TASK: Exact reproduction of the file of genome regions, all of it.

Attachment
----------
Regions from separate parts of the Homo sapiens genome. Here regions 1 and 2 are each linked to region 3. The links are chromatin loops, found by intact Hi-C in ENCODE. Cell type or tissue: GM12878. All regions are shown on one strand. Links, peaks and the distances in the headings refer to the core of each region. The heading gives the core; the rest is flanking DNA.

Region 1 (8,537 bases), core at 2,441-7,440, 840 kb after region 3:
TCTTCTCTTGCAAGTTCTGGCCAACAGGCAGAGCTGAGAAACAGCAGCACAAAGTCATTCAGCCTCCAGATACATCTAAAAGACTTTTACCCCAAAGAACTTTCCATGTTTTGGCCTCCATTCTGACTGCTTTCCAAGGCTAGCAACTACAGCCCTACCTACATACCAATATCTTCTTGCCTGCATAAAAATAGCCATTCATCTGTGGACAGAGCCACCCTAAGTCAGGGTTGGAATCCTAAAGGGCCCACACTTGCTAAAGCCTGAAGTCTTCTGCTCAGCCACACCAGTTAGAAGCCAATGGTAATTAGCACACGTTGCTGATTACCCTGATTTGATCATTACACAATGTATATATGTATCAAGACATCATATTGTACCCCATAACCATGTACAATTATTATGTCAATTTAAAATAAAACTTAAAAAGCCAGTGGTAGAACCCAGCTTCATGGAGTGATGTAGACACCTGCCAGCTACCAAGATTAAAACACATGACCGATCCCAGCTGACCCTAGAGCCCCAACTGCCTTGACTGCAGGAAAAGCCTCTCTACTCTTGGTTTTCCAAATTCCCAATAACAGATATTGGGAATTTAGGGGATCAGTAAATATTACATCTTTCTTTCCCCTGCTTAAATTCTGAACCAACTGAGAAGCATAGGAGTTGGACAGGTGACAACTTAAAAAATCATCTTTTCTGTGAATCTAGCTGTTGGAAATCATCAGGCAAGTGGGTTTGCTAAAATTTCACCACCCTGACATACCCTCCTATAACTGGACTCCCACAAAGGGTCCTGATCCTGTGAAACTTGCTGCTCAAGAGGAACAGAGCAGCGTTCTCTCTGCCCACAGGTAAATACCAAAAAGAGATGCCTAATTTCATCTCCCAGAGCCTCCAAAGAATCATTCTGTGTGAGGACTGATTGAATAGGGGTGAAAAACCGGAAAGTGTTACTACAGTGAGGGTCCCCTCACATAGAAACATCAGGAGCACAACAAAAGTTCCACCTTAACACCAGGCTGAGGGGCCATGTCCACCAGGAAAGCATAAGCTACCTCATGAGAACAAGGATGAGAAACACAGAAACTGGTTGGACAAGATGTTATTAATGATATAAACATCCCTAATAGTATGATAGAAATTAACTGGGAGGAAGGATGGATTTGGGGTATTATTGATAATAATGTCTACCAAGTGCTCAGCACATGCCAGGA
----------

Regions from separate parts of the Homo sapiens genome. Here regions 1 and 2 are each linked to region 3. The links are chromatin loops, found by intact Hi-C in ENCODE. Cell type or tissue: GM12878. All regions are shown on one strand. Links, peaks and the distances in the headings refer to the core of each region. The heading gives the core; the rest is flanking DNA.

Region 1 (8,537 bases), core at 2,441-7,440, 840 kb after region 3:
TCTTCTCTTGCAAGTTCTGGCCAACAGGCAGAGCTGAGAAACAGCAGCACAAAGTCATTCAGCCTCCAGATACATCTAAAAGACTTTTACCCCAAAGAACTTTCCATGTTTTGGCCTCCATTCTGACTGCTTTCCAAGGCTAGCAACTACAGCCCTACCTACATACCAATATCTTCTTGCCTGCATAAAAATAGCCATTCATCTGTGGACAGAGCCACCCTAAGTCAGGGTTGGAATCCTAAAGGGCCCACACTTGCTAAAGCCTGAAGTCTTCTGCTCAGCCACACCAGTTAGAAGCCAATGGTAATTAGCACACGTTGCTGATTACCCTGATTTGATCATTACACAATGTATATATGTATCAAGACATCATATTGTACCCCATAACCATGTACAATTATTATGTCAATTTAAAATAAAACTTAAAAAGCCAGTGGTAGAACCCAGCTTCATGGAGTGATGTAGACACCTGCCAGCTACCAAGATTAAAACACATGACCGATCCCAGCTGACCCTAGAGCCCCAACTGCCTTGACTGCAGGAAAAGCCTCTCTACTCTTGGTTTTCCAAATTCCCAATAACAGATATTGGGAATTTAGGGGATCAGTAAATATTACATCTTTCTTTCCCCTGCTTAAATTCTGAACCAACTGAGAAGCATAGGAGTTGGACAGGTGACAACTTAAAAAATCATCTTTTCTGTGAATCTAGCTGTTGGAAATCATCAGGCAAGTGGGTTTGCTAAAATTTCACCACCCTGACATACCCTCCTATAACTGGACTCCCACAAAGGGTCCTGATCCTGTGAAACTTGCTGCTCAAGAGGAACAGAGCAGCGTTCTCTCTGCCCACAGGTAAATACCAAAAAGAGATGCCTAATTTCATCTCCCAGAGCCTCCAAAGAATCATTCTGTGTGAGGACTGATTGAATAGGGGTGAAAAACCGGAAAGTGTTACTACAGTGAGGGTCCCCTCACATAGAAACATCAGGAGCACAACAAAAGTTCCACCTTAACACCAGGCTGAGGGGCCATGTCCACCAGGAAAGCATAAGCTACCTCATGAGAACAAGGATGAGAAACACAGAAACTGGTTGGACAAGATGTTATTAATGATATAAACATCCCTAATAGTATGATAGAAATTAACTGGGAGGAAGGATGGATTTGGGGTATTATTGATAATAATGTCTACCAAGTGCTCAGCACATGCCAGGA